Are you looking at your blog or website and thinking that you don’t like the way it looks any more?  Perhaps, even considering that a design change will make your site more successful?  

The reasons to why you are doing this can be complicated. In some cases, you could be looking to incorporate modern technology or methods that were unavailable when you first built your site. This is a great reason, especially if it enhances the user experience.

Another reason that is popular for changes, is having spotted a design on another site that your really like and just want to copy it.  This type of change brings nothing new to the table, but the more you think about it, the more important it become and the less you start to think of your current site.

This is Perceived Obsolescence.

Perceived Obsolescence is when a customer is convinced, that he / she needs an updated product, even though his /her existing product is working well. This is often based on style rather than functionality.

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Desirability and Perceived Obsolescence is a powerful driver in the Web Agency business model. Where you can bank on a client changing their digital presence in regular cycles, even if no data suggest that these changes will help drive business.  

As a survivor of Agency Life, I can tell you that this design process can be painful and unfulfilling, often without much in the way of profit margins, especially at small agencies.  That said, since design is so personal to people and not always grounded in rationality, it is a powerful tool for building relationships. These relationships are what really build your business.  So rejecting this work outright can kill your business.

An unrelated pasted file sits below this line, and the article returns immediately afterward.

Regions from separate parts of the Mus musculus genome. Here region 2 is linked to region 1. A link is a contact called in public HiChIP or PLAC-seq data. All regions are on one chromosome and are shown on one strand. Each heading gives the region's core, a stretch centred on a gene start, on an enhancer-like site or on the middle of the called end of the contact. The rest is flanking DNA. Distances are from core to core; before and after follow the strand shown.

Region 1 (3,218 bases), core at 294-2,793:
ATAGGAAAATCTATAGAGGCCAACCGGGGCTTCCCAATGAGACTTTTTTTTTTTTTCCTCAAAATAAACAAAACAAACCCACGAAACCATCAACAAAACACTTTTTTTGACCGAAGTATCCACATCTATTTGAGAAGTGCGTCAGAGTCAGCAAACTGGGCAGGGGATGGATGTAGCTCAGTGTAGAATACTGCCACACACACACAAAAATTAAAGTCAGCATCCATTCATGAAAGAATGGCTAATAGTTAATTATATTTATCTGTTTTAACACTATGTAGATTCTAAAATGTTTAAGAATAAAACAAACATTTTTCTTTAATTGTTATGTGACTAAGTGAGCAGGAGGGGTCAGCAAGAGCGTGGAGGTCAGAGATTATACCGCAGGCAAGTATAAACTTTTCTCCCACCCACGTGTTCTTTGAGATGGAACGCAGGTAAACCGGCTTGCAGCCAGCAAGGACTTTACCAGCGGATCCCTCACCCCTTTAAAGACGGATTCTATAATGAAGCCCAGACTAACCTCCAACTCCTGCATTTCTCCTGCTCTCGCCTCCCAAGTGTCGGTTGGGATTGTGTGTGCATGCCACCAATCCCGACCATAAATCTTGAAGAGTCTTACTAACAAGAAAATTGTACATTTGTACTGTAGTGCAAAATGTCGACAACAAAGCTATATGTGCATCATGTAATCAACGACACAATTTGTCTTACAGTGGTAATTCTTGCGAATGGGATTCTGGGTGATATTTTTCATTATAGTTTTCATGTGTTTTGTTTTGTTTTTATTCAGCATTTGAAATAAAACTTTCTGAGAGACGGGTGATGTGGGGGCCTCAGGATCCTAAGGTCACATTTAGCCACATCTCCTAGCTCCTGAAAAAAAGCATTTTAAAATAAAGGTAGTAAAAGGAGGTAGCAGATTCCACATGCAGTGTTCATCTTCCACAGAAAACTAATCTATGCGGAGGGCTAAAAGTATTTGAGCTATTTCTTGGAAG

So if people are making design decisions and spending money unnecessarily, what as web professionals should we be doing to put an end to this wasteful practice?

We cannot put the onus on the customer.  Perceived Obsolescence is pervasive. It drives a lot of how money is spent.  We cannot expect it to go away, although I think some amount of education on the subject is useful.

While the customer is always right, isn’t it our responsibility to give them as much information as possible before they make a decision?  Asking them what they think design changes will accomplish before moving forward and then trying to steer them away from the unnecessary.

This can be done by building a system centered around popular and results \-oriented design patterns and centering all work around what they should do, rather than what they could do. You will be leaving some design money on the table, but this is money that could be better spent by the customer on more effective and strategic pursuits (or could just stay in their pocket).